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Wellness > Sex + Relationships

Not Hooking Up at Home: The Future of Tinder

This article is written by a student writer from the Her Campus at Lafayette chapter.

If you’re anything like me (a constant bachelorette), COVID really wiped out any hope for a serious relationship or even a summer fling. As quarantine dragged on it became increasingly difficult to decide if meeting someone in person was worth it. Despite this, I decided to give digital dating a try, and I downloaded Tinder. Still after a couple of months, I had only met two out of about a hundred matches. Has casual dating died?  Obviously not; it’s just that Tinder’s users have changed. The most interesting thing is that Tinder, as a company, might even be controlling this shift.


In a recent interview, Elie Seidman, the CEO of Tinder actually addresses this shift — people spend more time online before meeting in person. Seidman says, “What we’re seeing now, I think, is going to be a really interesting second wave which you actually come to the app, and you hang out in the app. You get to know them in the app.” So instead of spending usually a week on Tinder before meeting them in real life, people are spending a few weeks getting to know each other before meeting. Also, instead of using Tinder for hook-ups, people have started using it to form actual bonds, platonic or romantic. The extended time in the app has increased because of COVID, but this trend was something Tinder had planned for a while now. In an attempt to appeal to Gen Z (who has grown up and created friends with the Internet), Tinder is introducing new ways to connect in-app. This leads me to believe that even after COVID-19 has passed, Tinder will still focus on creating an online space where people can hang out instead of hook-up. 


The future goal of Tinder is to ensure compatibility when users do meet by testing the compatibility through in-app activities. So how will Tinder do this? Well, there’s going to be a lot more in-app bonding activities, like Swipe Night. These Swipe Nights are interactive first-person stories meant to bond the Tinder community with shared experiences, almost like gaming with friends. Other bonding possibilities include trivia which Tinder tested in May. While Tinder is not going to be the next Instagram, the company is trying to expand socialization within the app. Good for us, this might reduce the number of awkward in-person dates. 


In addition to the Swipe Nights and trivia, Tinder has also introduced a video call option. This again should allow users to get to know each other within the app before committing with phone numbers, snaps, or FaceTime. In another attempt to connect people for things other than booty calls, Tinder made Passport free in April. Passport is a paid feature that allows you to swipe anywhere in the world. In addition, Tinder will be rolling out Global Mode, which is a free Passport-like feature which will connect users from everywhere. Obviously, you are not going to hook-up with someone from Britain, so this effort opens up Tinder as a way to make new friends. 


I wanted to see how these changes are shaping Tinder, so I hopped back on to use some guys as data. It had been about a month since I was last on Tinder, (I left after finding my current boyfriend) and not much was different. Out of 100 swipes, about a fourth matched back, providing me with some good test subjects. Then, after I got their attention, I asked them some basic questions about Tinder and Coronavirus. Many users felt that Tinder conversations had become more friendly and less flirty during quarantine. Tinder’s efforts were working. As one guy put it, “Conversations flow more. In my instance, I normally just wanna talk, but the other person wants to meet up and so on . But since the pandemic everyone wants to talk . Tinder feels just like Facebook or any other social media now . Not just a dating app.” A few more guys agreed with his sentiment. Talking about usage, many agreed that they’ve been more active on Tinder since quarantine began. With that, many of them also found people that they clicked with, but could not meet with because of COVID-19.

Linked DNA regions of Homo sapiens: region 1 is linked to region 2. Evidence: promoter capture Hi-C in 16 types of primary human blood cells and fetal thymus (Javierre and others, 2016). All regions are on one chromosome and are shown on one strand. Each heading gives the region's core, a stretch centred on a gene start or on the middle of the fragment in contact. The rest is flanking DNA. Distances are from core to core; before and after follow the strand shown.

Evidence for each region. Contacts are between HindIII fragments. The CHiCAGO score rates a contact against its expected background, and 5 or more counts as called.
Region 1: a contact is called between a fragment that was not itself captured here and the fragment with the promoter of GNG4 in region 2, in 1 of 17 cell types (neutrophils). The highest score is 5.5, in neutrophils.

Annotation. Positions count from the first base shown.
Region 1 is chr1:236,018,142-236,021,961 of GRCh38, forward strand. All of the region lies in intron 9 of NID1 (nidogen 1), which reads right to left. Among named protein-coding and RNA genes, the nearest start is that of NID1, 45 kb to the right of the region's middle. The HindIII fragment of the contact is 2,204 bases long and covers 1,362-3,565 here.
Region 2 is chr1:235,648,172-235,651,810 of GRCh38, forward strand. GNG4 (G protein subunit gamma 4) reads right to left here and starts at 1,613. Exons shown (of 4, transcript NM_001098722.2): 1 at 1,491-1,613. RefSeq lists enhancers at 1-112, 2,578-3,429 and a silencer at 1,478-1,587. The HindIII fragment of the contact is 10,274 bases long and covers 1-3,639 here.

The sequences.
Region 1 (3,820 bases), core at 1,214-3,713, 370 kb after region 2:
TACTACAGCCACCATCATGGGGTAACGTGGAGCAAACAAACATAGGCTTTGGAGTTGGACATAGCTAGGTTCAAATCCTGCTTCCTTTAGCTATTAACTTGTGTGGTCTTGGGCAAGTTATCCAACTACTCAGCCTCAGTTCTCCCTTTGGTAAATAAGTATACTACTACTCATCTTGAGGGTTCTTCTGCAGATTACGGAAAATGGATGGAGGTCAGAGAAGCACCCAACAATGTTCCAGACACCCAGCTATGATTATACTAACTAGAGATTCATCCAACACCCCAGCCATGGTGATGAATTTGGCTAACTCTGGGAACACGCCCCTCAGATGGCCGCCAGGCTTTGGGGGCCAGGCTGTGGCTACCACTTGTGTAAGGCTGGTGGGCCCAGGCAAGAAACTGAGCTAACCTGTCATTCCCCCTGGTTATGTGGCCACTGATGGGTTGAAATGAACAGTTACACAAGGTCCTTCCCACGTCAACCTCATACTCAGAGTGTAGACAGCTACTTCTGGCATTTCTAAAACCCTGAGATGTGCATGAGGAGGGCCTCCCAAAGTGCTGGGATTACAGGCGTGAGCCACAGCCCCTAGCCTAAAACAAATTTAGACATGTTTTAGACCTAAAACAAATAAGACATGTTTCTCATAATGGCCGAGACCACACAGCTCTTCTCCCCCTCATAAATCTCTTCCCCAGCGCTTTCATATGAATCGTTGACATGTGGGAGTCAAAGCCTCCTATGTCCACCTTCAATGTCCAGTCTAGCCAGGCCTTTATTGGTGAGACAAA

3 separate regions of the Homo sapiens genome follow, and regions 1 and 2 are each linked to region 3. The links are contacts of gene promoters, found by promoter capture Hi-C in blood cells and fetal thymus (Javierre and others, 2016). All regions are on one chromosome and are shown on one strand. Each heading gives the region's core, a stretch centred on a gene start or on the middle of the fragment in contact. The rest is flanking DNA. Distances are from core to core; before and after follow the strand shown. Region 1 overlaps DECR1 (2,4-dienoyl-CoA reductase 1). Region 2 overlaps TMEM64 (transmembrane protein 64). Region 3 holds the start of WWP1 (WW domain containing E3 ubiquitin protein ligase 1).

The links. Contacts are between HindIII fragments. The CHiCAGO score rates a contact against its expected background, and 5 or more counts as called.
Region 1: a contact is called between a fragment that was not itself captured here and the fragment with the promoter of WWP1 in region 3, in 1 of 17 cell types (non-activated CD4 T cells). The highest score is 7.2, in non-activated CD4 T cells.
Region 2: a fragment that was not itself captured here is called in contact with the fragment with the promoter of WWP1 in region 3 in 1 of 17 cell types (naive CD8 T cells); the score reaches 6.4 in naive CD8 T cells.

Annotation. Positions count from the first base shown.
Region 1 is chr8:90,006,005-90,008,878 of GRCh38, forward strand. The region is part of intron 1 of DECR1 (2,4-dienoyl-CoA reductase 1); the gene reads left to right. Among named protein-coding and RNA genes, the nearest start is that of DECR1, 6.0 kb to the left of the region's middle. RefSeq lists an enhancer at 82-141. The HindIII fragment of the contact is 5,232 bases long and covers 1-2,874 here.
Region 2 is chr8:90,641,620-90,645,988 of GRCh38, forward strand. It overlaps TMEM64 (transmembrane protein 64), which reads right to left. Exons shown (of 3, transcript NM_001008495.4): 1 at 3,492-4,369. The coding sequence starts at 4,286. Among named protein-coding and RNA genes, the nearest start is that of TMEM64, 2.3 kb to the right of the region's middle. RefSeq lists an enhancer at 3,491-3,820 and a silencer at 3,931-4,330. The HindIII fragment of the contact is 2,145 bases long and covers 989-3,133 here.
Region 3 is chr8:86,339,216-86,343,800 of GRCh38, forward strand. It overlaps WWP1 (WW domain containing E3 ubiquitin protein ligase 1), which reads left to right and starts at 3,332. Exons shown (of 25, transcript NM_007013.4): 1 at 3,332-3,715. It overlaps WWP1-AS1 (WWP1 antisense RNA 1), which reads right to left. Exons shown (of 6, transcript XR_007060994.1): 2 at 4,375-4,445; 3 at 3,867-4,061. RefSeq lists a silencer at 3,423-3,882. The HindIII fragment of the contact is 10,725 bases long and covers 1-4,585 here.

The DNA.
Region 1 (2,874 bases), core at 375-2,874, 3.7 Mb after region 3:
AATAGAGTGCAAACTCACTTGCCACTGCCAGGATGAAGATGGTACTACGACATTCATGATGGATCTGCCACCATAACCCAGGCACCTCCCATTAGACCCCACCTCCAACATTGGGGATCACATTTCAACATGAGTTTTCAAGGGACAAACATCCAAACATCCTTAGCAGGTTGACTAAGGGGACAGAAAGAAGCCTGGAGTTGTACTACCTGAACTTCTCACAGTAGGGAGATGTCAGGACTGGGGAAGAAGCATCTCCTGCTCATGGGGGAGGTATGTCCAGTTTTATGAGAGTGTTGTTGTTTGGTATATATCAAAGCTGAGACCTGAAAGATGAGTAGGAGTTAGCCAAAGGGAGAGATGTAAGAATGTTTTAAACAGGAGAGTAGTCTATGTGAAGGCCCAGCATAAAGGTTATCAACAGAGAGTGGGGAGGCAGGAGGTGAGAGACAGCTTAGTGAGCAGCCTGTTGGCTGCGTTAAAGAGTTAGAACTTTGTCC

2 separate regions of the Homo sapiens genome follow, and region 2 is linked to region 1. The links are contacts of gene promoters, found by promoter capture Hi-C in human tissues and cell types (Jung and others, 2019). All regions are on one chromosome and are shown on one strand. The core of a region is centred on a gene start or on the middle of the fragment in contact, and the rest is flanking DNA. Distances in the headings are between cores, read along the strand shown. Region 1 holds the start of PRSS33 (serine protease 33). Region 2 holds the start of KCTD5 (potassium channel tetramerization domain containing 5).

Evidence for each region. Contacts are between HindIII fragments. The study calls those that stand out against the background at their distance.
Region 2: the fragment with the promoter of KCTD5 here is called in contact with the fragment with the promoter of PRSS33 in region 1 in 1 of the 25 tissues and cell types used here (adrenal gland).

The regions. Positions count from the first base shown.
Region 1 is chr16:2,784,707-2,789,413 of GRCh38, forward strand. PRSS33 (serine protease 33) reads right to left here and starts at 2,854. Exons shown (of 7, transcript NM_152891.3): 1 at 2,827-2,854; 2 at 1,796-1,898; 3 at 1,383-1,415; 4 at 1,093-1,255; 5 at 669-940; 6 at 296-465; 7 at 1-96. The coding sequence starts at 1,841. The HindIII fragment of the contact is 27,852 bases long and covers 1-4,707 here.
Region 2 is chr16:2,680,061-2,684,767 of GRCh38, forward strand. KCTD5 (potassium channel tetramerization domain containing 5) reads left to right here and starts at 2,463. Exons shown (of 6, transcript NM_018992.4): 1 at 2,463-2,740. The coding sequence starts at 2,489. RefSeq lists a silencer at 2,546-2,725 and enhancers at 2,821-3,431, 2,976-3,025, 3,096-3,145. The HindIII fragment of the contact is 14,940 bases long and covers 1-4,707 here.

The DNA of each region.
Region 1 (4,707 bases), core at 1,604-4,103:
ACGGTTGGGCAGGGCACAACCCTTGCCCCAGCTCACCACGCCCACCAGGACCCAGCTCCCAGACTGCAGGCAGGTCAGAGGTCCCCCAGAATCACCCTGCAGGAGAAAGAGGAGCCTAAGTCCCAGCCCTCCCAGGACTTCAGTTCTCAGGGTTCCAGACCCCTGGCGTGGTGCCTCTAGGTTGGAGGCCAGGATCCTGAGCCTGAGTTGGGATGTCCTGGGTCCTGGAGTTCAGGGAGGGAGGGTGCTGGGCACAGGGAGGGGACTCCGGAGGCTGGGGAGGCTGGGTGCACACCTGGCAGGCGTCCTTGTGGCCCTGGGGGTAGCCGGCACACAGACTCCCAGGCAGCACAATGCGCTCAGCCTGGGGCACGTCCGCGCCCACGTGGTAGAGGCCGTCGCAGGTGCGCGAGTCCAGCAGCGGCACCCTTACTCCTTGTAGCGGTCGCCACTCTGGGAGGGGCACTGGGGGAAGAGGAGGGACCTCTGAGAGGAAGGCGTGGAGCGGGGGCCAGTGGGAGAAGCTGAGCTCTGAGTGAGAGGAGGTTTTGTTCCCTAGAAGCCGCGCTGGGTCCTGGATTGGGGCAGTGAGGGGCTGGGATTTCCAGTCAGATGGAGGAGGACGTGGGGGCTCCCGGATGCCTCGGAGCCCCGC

As much as this change in use interests me, COVID-19 courting does too. Thus, for a last question, I asked them for a “unique Covid-19 pick up line.” Let me just say, men aren’t too creative. Still,  I’ll share the ones I got, the ones you’ve probably already heard:

  • “If Corona doesn’t take you out, can i?”

  • “Hey baby are you COVID cause you’re taking my breath away”

  • “Come over if you’re thicc, stay home if you’re sick”

Although, I did get some I haven’t heard:

  • “Can I take you home with me and work you from home”

  • “This mask isn’t the only thing that can sit on my face”

  • “So how’s your end of the world going?”

I don’t know about you, but I feel that pick-up lines are one of the best things you can get on Tinder. (The worst of course being “hey”) 


When the world is changing so much, it’s no surprise that how we date is too. Dating apps, like Tinder, are helping us get together virtually, both romantically and platonically. People are spending more time getting to know each other before getting to feel each other. We’re all coping with a change in behavior, and Tinder is just one example of that.


Anna DiFelice

Lafayette '24

Junior studying chemistry at Lafayette College!
Layla Ennis

Lafayette '23

Junior at Lafayette College